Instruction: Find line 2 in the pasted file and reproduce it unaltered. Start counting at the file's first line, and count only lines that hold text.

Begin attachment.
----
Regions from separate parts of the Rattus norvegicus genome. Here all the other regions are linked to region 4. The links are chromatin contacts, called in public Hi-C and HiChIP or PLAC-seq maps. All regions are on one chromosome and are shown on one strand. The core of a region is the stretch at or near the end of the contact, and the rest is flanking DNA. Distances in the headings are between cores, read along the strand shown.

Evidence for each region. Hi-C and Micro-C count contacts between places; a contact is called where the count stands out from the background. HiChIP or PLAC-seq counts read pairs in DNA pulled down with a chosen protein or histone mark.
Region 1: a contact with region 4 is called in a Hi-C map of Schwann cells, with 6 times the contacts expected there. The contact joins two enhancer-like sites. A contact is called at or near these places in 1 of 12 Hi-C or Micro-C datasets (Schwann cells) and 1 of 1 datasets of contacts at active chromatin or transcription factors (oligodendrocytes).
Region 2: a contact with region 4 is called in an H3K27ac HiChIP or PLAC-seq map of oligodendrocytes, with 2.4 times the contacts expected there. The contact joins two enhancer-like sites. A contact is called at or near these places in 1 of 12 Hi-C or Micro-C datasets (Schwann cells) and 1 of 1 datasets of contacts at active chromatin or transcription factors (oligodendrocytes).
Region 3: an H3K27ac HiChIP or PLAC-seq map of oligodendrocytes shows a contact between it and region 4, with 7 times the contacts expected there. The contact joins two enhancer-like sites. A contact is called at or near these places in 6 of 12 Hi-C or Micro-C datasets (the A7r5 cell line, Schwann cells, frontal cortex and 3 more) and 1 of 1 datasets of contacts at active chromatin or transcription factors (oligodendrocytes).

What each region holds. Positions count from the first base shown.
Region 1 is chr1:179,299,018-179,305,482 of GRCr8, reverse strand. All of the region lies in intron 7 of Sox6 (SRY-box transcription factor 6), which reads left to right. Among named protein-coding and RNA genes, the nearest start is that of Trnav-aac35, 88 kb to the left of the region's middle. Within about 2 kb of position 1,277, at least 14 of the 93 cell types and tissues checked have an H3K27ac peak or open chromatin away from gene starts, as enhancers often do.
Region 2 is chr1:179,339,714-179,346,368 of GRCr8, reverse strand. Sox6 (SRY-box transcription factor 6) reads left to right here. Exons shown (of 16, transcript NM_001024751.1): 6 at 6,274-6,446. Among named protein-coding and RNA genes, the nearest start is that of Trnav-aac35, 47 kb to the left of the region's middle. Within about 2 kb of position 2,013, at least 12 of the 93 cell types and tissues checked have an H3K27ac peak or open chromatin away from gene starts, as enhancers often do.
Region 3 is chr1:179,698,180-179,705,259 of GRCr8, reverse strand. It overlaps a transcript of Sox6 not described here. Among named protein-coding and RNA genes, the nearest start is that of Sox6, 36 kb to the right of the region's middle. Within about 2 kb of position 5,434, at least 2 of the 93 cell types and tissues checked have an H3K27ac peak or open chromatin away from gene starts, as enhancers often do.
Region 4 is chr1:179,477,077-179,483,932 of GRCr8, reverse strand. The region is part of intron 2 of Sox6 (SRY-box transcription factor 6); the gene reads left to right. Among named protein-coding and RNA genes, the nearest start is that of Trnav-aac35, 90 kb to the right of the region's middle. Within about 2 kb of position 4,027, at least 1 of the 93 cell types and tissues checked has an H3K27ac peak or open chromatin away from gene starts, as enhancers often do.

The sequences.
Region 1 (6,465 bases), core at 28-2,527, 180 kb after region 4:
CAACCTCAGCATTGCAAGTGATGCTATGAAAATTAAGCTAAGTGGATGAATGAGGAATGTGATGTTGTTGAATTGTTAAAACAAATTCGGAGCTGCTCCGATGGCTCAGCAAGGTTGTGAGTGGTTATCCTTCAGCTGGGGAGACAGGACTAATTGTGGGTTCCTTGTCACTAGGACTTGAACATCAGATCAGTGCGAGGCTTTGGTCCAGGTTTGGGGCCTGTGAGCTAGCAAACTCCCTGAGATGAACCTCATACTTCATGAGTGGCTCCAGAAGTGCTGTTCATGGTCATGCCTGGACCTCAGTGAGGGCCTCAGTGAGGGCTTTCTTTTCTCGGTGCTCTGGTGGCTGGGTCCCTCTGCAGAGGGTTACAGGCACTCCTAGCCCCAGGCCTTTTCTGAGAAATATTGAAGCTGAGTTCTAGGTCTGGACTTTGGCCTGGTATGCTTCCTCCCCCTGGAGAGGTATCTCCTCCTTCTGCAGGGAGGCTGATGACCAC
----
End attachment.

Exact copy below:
Evidence for each region. Hi-C and Micro-C count contacts between places; a contact is called where the count stands out from the background. HiChIP or PLAC-seq counts read pairs in DNA pulled down with a chosen protein or histone mark.